Singaporean watchmaker Benjamin Chee Celestial Infinity

For your average horology entrepreneur, one brand would be plenty. Since 2012, Benjamin Chee has established three fine watch brands that are highly regarded by collectors and the media.

The long-time horology enthusiast has also ventured into other fields such as fashion (including a remote bespoke suit service and a high-end polo shirt business) and, interestingly enough, caviar (now on pause because Chee wants to focus on his watch brands).

When we ask if he has always been entrepreneurial, however, the 37-year-old demurs. “It never started as an entrepreneurial thing,” he says in a cheerful baritone from a private room at the local Ritz-Carlton, where he is on a two-week workation. “It’s more about me always wanting to tweak something to my exact wishes because I feel I can do better, whether it’s caviar or watches. I’m a bit of a perfectionist, for better or for worse.”

Benjamin Chee.

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A quest to design something nicer and better

His belief that he could create something better led him to design his first watch in 2012, a Chinese-inspired timepiece with a guilloche design resembling the petals of a plum blossom. This was a few years after he had returned to Singapore from reading law at University College London. While he came to realise that the legal sector did not appeal to him, his time in London was not wasted. It was then that he developed a passion for Chinese culture and history. “Living in a Western country made me more aware of my heritage and roots. Aside from that, London has some of the best Chinese artefacts in the world.”

After seeing Chee wear a skeleton watch by Chinese brand Seagull, his sister asked him to help her buy another one. It was this simple request that got him thinking he could design something nicer. This led to the creation of his first watch, the Imperial Plum, and his first watch brand, Celadon. The 100-piece watch run, which used higher-grade movements made for him by the Beijing Watch Manufactory, sold out within a year.

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Ambitious plans for his watch brands

Marking its 10th anniversary this year, Celadon now comprises two lines: Celadon Haute Horlogerie (HH) and Maison Celadon. Prices for the former start at US$15,000 (S$20,873) and come with exclusive movements created by Chinese watchmaker and Academie Horlogere des Createurs Independants (AHCI) member Lin Yong Hua. Additionally, some models feature cloisonne enamel dials created by Xiong Songtao, a third-generation enamel artisan. Maison Celadon offers timepieces that use Beijing Watch Manufactory movements, and cost between US$1,000 and US$3,000.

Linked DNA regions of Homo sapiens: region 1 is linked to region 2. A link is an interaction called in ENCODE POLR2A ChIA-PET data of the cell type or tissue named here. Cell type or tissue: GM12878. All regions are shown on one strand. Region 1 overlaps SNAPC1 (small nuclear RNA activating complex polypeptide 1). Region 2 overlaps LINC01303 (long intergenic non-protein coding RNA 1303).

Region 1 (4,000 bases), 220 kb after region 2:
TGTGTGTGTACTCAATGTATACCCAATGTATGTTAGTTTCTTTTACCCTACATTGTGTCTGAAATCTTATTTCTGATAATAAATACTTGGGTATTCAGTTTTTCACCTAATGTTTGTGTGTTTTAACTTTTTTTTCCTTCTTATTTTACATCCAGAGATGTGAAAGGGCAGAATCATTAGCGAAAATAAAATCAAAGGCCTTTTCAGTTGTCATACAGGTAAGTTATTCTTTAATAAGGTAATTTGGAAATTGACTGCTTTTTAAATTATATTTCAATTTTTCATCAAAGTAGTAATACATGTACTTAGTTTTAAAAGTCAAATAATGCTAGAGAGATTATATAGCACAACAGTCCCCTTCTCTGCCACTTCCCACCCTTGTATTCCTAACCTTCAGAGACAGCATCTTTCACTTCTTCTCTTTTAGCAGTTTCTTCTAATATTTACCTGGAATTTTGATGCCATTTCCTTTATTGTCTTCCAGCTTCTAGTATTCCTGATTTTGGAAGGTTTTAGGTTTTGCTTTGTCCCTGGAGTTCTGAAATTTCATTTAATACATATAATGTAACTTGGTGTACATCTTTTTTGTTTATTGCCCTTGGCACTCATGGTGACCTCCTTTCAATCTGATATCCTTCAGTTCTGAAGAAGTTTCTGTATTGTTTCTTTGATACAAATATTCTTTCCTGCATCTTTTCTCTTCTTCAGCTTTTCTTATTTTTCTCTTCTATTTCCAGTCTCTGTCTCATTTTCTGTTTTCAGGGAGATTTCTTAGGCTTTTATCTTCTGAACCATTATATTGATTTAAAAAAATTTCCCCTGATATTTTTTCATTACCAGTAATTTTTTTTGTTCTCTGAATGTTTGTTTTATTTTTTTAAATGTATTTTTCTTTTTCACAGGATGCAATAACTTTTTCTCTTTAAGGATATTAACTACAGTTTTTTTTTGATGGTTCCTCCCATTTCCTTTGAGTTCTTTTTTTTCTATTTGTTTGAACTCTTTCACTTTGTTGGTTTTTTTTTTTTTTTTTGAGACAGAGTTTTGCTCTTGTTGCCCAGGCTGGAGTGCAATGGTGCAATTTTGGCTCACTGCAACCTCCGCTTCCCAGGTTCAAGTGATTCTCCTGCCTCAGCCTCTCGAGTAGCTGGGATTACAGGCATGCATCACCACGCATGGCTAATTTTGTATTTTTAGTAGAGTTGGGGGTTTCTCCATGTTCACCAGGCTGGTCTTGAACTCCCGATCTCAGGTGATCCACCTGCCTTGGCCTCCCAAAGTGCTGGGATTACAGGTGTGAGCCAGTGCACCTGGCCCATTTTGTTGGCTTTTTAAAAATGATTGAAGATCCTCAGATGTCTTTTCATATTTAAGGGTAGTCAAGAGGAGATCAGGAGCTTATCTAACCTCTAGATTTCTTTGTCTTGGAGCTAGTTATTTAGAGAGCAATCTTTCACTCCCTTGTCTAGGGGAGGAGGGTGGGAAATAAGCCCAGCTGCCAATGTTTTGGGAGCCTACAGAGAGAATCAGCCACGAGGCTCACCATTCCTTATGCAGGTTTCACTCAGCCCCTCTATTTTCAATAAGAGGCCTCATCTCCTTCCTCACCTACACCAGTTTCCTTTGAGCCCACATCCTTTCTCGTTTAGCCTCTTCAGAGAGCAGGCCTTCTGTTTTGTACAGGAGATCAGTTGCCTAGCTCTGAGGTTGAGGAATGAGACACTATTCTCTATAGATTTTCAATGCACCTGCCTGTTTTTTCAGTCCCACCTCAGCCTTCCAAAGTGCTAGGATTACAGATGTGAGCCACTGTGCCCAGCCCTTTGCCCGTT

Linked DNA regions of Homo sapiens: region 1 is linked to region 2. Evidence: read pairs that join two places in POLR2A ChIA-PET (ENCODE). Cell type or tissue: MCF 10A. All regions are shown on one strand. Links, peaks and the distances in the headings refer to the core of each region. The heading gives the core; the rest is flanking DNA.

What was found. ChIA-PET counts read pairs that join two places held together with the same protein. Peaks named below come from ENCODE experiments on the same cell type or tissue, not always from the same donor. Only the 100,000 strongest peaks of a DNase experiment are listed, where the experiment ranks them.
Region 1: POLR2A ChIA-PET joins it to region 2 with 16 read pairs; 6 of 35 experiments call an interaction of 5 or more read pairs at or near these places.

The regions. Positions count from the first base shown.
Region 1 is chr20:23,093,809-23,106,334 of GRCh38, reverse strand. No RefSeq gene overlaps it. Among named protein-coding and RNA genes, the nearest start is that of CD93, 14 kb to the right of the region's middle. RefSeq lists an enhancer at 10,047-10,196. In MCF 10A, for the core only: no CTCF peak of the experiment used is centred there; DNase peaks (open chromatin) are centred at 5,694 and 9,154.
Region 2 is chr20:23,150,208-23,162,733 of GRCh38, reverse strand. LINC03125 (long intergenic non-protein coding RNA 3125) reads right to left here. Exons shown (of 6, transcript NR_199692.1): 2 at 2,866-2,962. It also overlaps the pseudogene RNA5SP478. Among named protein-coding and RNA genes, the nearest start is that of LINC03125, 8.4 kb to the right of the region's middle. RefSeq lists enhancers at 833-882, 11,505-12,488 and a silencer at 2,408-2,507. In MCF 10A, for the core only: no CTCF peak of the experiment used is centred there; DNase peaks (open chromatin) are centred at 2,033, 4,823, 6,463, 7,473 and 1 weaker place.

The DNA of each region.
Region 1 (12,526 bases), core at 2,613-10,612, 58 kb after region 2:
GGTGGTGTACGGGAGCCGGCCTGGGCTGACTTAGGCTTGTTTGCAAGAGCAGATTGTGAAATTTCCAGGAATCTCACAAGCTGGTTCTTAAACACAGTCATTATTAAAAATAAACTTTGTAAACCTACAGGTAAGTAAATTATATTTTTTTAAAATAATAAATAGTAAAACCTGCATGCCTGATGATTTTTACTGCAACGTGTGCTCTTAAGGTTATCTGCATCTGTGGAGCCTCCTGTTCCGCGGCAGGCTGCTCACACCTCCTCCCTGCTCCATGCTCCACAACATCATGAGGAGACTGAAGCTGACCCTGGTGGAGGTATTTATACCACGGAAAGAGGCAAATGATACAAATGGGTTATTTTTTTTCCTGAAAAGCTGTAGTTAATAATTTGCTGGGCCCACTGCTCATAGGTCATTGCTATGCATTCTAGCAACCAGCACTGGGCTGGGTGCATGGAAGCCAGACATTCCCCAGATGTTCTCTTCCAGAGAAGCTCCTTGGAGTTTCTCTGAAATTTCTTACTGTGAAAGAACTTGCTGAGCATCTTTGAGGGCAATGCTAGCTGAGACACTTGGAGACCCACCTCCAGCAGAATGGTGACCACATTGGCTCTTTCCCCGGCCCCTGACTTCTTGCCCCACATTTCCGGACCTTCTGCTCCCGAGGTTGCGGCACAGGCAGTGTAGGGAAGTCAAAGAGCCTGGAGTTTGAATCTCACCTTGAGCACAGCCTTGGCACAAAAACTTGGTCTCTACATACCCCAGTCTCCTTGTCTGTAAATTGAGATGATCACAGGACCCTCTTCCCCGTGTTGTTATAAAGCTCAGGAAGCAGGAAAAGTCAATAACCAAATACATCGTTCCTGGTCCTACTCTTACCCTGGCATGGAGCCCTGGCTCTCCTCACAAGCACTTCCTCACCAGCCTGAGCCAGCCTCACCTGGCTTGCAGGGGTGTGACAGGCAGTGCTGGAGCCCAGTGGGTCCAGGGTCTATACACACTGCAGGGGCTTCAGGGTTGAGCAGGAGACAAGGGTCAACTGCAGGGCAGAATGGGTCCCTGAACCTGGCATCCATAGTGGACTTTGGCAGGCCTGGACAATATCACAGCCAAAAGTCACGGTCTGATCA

The Celestial Infinity by BCHH.
The Celestial Infinity by BCHH.

Chee has also founded two other brands. Millechron produces “vintage-inspired watches reinvented for modern use”, in a price range of US$4,000 to US$15,000. On the day of his interview with The Peak, he wore the Monarque M, a slim yellow diver. It was designed by Chee (as all his timepieces are) and is apparently the first in the world to use the latest version of the micro-rotor 5401 movement by high-end movement maker Vaucher.

The most recent addition — and Chee’s most expensively priced brand — is Benjamin Chee Haute Horlogerie (BCHH). Here, he works with independent watchmakers such as Svend Andersen and Italian clockmaker Alessandro Rigotto.

For pieces such as an enamel-dial world-time watch created with Andersen, prices begin at more than 50,000 Swiss francs (S$71,697). The BCHH collection also includes the Celestial Infinity, a statement clock created with Rigotto that features a sky chart with 461 diamonds representing the stars over Milan.

“It’s more about me always wanting to tweak something to my exact wishes beceause I always feel I can do better.”

Benjamin Chee

Of course, Chee’s higher-end brands focus on customisation, with clients able to modify elements such as case, dial and movement.

It all sounds pretty impressive, but he is just warming up. For starters, the Chinese culture buff has lofty goals for Celadon: “I don’t want to just create a brand or a watch. I want to create my own school of Chinese high horology, much in the same way A. Lange & Sohne pioneered the Glashutte school of watchmaking back in the 1800s.

“China is great at the technical parts, but not so much when it comes to design and branding. I feel like that’s where I can come in. I’m not a technical guy, so I partner with the best watchmakers, artisans and component manufacturers, while I handle the conceptualisation and design.”

He makes no bones about his desire to be at the top in the rarefied field of high horology. Plans are already underway for future models that will be priced at seven digits, and “push the envelope on what is technically possible”. Says Chee, matter-of-factly, “My way of handling competition and standing out is simply to be in a category of one — to be unique and the best.”

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